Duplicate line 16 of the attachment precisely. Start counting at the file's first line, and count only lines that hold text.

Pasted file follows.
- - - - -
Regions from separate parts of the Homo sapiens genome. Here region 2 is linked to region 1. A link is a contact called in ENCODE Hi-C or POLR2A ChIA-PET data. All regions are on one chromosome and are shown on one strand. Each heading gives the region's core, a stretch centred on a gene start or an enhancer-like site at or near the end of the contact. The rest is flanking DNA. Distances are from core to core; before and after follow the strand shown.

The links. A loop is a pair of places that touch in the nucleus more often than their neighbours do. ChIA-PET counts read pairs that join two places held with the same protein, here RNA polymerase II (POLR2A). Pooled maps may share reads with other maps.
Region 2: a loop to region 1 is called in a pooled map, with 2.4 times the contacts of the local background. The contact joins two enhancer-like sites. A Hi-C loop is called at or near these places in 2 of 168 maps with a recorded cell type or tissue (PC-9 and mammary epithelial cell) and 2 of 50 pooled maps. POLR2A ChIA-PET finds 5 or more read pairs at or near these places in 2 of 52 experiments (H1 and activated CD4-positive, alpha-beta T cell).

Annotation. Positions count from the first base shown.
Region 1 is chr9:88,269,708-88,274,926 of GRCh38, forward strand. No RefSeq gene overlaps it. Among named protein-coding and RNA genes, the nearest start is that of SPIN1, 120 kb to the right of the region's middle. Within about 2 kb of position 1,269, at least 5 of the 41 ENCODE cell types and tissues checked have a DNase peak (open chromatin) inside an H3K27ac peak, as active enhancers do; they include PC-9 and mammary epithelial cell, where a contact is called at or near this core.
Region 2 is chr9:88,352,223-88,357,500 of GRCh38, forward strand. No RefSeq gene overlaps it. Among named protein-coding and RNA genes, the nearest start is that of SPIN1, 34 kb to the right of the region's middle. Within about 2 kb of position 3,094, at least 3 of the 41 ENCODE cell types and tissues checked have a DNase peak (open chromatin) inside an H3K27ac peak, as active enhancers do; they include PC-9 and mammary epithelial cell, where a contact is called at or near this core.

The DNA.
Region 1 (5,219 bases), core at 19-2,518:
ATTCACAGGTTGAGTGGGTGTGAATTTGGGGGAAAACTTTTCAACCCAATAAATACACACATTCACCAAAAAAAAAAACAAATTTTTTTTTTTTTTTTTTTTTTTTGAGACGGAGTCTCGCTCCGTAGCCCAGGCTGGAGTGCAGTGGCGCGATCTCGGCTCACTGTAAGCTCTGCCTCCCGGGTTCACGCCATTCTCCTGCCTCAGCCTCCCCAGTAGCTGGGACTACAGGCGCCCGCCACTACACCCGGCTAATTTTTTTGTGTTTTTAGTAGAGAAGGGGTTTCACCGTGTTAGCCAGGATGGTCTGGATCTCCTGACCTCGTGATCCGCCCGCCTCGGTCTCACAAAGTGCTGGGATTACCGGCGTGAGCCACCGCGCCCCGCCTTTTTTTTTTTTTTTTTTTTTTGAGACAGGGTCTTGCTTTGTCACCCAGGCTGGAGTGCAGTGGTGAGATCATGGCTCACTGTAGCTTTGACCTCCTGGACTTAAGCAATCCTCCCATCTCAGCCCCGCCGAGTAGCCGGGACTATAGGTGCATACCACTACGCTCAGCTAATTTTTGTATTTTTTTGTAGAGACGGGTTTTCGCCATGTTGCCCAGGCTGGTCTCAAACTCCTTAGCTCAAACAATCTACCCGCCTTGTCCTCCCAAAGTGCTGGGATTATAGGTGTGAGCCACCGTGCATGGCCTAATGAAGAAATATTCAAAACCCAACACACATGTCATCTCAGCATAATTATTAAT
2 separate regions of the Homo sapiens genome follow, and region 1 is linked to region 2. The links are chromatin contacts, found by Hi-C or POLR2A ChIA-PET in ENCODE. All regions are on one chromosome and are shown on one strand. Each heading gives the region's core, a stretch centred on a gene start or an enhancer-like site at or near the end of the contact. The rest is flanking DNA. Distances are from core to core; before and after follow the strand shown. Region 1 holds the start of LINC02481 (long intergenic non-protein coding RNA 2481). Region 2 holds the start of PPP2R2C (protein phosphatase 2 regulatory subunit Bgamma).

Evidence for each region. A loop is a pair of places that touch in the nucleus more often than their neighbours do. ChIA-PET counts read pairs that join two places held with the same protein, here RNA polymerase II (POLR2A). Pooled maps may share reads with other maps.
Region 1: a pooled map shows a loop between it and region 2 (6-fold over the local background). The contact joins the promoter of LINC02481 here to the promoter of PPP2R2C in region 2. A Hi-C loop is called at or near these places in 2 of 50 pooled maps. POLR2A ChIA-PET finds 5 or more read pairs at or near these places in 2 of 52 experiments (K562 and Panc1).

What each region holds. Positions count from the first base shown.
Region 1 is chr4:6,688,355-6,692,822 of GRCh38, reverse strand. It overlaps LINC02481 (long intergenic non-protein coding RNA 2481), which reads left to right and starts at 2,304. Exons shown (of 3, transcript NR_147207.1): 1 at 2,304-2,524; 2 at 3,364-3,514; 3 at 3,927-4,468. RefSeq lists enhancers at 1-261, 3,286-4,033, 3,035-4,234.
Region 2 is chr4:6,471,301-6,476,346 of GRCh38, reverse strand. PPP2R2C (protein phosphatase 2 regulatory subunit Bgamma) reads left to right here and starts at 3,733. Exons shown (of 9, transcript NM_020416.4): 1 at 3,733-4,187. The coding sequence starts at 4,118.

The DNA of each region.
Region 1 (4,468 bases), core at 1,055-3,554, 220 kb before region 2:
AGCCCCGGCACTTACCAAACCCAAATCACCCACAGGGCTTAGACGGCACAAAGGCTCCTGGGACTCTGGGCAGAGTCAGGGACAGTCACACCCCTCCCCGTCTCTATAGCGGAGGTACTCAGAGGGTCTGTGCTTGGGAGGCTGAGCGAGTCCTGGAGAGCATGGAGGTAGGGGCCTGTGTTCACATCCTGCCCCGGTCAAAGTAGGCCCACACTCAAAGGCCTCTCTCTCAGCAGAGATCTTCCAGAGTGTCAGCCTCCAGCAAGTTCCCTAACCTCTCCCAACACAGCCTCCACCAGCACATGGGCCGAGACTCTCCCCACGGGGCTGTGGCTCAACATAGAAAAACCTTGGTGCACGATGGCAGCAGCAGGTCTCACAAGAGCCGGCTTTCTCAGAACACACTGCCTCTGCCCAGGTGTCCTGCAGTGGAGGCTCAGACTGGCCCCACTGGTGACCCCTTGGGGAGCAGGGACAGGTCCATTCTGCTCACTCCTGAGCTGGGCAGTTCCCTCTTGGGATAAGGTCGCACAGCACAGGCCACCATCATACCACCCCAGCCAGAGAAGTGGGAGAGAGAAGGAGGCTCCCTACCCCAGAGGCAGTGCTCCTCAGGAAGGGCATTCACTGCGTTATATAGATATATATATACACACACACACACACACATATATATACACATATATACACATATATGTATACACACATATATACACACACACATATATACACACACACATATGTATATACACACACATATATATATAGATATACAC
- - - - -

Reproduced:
The DNA of each region.